Tamil Nadu News

Madras High Court sets aside case against DGP Jaffar Sait 

'This Court is of the view that the continuance of the proceedings against the petitioner would amount to abuse of process of court,' the judge said.

Published: 01st June 2019 03:15 PM  |   Last Updated: 01st June 2019 03:17 PM   |  A+A-

Senior IPS officer T P Senkumar

Senior IPS officer T P Senkumar (File Photo | The News Minute)

By Express News Service

The Madras High Court has set aside the charge sheet pending against M S Jaffar Sait, Director General of Police, CB CID, before the Special Court for Cases under the Prevention of Corruption Act here, last week.

Justice P Rajamanickam quashed the final report while allowing a criminal original petition from Sait.

ALSO READ: MS Jaffer Sait posted CBCID head with immediate effect

The charge sheet was filed alleging that the petitioner, an IPS officer, while working as Inspector General of Police, Intelligence, at Chennai between 2008 and 2010 and at other places, along with six other accused, had hatched a criminal conspiracy to abet each other in the commission of the offence of criminal breach of trust and the offence of criminal misconduct in connection with the allotment of plots under the government discretionary quota (GDQ) to the petitioner and his family members. 

In pursuance of the conspiracy, the petitioner got a plot in Kamaraj Nagar in Thiruvanmiyur under the GDQ vide a GO dated April 4, 2008.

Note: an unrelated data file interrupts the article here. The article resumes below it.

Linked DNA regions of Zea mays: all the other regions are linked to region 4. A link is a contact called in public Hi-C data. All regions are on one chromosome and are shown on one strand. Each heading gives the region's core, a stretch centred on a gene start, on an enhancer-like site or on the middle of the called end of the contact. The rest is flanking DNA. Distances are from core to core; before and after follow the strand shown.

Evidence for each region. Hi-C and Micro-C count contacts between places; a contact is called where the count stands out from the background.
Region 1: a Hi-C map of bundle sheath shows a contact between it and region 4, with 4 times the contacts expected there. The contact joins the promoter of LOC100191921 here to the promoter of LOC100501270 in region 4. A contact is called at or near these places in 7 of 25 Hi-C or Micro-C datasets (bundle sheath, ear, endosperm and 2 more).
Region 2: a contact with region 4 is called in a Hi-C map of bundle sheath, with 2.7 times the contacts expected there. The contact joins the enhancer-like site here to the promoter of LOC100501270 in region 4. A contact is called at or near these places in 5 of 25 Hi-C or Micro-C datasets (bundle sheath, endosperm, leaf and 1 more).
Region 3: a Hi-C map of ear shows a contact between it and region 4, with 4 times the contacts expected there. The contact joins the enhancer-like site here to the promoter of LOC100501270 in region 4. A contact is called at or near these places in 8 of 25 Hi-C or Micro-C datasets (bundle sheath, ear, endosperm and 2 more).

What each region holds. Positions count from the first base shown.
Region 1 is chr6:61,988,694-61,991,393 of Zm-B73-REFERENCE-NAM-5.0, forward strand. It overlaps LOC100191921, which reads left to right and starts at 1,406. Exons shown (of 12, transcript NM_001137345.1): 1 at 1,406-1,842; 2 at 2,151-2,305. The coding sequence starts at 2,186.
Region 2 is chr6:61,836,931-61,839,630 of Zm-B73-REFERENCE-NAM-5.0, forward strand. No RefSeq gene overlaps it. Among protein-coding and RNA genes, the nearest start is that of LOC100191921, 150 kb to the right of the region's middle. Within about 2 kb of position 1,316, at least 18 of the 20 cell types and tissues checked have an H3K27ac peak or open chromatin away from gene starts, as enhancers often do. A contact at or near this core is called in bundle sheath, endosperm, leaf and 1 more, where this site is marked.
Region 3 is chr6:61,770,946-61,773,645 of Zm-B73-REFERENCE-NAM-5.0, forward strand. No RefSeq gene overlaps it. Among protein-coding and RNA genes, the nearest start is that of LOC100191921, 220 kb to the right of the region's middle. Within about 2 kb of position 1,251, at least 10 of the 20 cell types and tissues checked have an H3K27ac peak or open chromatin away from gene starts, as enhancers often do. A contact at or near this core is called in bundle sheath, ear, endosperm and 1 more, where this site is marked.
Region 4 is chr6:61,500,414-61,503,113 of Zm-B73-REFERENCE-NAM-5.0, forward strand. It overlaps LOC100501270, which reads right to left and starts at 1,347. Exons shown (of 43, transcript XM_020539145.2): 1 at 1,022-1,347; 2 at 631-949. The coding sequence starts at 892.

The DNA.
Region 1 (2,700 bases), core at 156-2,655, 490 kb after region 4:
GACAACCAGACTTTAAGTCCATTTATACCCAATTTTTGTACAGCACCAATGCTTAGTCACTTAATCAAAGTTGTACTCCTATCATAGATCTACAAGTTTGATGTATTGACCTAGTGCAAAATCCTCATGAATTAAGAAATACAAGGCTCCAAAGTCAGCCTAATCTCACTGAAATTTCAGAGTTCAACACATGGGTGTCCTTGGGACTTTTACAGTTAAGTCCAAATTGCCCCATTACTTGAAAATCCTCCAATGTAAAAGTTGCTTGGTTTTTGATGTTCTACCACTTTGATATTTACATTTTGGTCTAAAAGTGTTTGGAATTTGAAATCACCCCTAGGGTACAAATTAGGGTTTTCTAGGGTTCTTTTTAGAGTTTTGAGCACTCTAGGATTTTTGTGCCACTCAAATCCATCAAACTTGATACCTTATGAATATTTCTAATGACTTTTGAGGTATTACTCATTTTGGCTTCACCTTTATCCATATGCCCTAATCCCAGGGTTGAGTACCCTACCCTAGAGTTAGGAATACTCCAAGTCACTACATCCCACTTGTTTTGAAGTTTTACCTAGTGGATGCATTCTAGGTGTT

A case was registered by the DVAC for offences under Sections 109, 120(B), 409 IPC and 13(2) r/w 13(1) (c) & (d) of the Prevention of Corruption Act against the petitioner and other six accused.

Accepting the contentions of Jaffar Sait, the judge observed that since the petitioner is an IPS officer, for prosecuting him under the provisions of Prevention of Corruption Act, a sanction has to be obtained under Section 19 of the PCA. For prosecuting him for the IPC offences also, another sanction is a must as per Section 197 of Cr.P.C. But no such sanction was obtained from the appropriate authority. The trial court should not have taken the case on file without the production of the sanction order.

The trial court, however, had taken the case on file based on the request made by the DVAC. But, the competent authority had denied nod for the prosecution. 

“Hence, this Court is of the view that the continuance of the proceedings against the petitioner would amount to abuse of process of court,” the judge said.

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